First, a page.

As I was reading Constance Wu’s book, Making a Scene, for this month’s edition of Short Takes, there was a particular section that stuck with me. Wu talks about the criticism she faced joining the cast of Fresh Off the Boat and taking on the role of Jessica Huang, a character that many thought played into the stereotype of an “Asian tiger mom.”
“There are real people who genuinely embody stereotypical attributes – they’re our mothers and fathers, our uncles and aunts, our brainy cousins – I don’t want to hide their voices or their stories. They are human too,” Wu writes. “Stereotypes are not harmful for their mere existence; they’re harmful for their reduction of a person or group.”
I think that last element is key – stereotypes become damaging when they diminish their subjects to something less than what they really are. There are still actively harmful stereotypes about Asians and Asian Americans perpetuated by the media, like the “Dragon Lady” stereotype highlighted in Meghan Markle’s latest podcast episode. And then there are the trailblazing Asians and Asian Americans who are leaning into their own cultures while still owning their own narratives, from Rina Sawayama who recently dropped her new album Hold the Girl, to Sheng Wang who just put out his first Netflix comedy special.
See below for four recommendations to check out this month.
Hold the Girl, by Rina Sawayama
Rina Sawayama is an artist who has been on my radar for several years now – and if she’s not on yours yet, she should be! Her debut album SAWAYAMA was easily one of my favorite albums of 2020, a collection of certified bops and colorful tracks with tinges of ‘90s pop, R&B and even heavy metal. And though she boasts a magnetic diva stage presence, killer dance moves and powerhouse vocals, Sawayama is certainly not your average pop star. Her metal-infused track “STFU!” served as her response to the many microaggressions and anti-Japanese comments she has endured throughout her life, while her catchy song “XS” is an anti-capitalist anthem mocking hyper consumption in a world plagued by climate change and pollution. She delivers meaningful messages in her music, unafraid to touch on social commentary while belting out consistently catchy hooks.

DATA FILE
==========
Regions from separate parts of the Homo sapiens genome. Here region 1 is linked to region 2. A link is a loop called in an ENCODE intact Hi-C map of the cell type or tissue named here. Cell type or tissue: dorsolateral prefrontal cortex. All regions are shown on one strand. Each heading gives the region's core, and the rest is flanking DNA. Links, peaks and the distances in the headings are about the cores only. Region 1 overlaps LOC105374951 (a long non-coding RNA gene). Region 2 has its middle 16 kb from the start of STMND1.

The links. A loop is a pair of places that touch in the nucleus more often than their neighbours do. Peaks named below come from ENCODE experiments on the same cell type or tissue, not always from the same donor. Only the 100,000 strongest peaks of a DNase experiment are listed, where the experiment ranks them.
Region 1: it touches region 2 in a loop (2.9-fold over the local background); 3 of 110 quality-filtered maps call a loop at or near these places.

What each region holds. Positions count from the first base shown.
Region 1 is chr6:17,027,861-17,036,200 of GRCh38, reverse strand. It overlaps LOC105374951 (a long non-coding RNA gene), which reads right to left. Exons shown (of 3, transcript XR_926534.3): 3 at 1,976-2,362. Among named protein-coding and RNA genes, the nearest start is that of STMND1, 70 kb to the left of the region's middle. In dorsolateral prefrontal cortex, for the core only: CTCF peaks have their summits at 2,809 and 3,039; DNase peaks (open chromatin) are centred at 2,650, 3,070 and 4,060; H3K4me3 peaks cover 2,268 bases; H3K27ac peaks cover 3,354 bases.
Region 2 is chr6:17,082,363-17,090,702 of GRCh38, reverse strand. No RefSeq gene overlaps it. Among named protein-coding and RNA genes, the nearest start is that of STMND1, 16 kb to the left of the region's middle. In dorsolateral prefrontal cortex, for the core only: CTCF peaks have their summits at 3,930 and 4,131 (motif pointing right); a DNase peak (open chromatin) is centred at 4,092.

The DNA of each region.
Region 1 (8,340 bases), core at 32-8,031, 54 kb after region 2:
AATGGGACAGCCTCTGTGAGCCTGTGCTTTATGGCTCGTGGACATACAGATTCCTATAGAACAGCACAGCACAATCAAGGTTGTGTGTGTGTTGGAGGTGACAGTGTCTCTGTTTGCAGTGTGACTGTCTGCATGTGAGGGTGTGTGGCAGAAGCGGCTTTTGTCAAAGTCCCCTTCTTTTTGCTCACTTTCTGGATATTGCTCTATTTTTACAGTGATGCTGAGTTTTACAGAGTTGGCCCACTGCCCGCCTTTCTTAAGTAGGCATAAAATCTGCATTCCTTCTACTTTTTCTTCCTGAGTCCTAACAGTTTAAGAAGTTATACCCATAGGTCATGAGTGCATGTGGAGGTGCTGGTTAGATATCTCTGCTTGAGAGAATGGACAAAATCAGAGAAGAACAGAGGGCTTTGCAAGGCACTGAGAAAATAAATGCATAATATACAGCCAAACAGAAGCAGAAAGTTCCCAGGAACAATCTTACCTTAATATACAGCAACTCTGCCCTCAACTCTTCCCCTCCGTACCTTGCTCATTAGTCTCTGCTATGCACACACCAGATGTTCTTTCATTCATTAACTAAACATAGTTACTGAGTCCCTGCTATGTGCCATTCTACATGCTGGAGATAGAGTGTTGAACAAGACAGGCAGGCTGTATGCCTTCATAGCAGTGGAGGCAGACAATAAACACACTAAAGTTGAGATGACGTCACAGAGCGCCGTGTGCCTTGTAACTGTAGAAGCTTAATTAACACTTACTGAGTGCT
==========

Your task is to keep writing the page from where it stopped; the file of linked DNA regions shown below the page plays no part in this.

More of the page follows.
It’s all of these reasons why I was so excited for her latest album, Hold the Girl., which feels decidedly more introspective and toned down than her previous album, showing Sawayama grappling with ideas of forgiveness, self-sabotage and familial relationships. The 32-year old Japanese-British musician revealed in a Pitchfork interview that the album is about “reparenting yourself” and that theme runs throughout the record. Sawayama’s song “Catch Me in the Air” shares her appreciation for her single immigrant mother, while her song “Send My Love To John” is written from the perspective of an immigrant mother apologizing to her queer son for not accepting him fully. I really enjoyed listening to Hold the Girl, especially after taking the time to really sit with Sawayama’s storytelling and artistry that continues to unfold.
Making a Scene, by Constance Wu
I can’t remember the last time I devoured a book as quickly as I did reading Making a Scene this month. Penned by Fresh Off the Boat and Crazy Rich Asians star Constance Wu, the book houses a collection of poignant and heartfelt essays detailing everything from the actress’s upbringing in the suburbs of Richmond, Virginia to her experiences trying to “make it” in Hollywood. She also delves into some heavy subject matters and trauma from her own life, describing incidents of sexual harassment and opening up about her suicide attempt after the widely publicized backlash she faced in 2019, when she expressed frustration over news that Fresh Off the Boat was being renewed for a sixth season.
Chapters are arranged in seemingly no particular order, with reflections and musings about her life riddled in every section. In the introduction of the book, Wu says she was taught as a child to never “make scenes” – that it was too intense, unladylike. She explains that acting was one of the only venues where it felt it was truly acceptable to have “big feelings.” Throughout the course of the book, Wu provides added context to both her personal life and her acting career that blossomed since her childhood.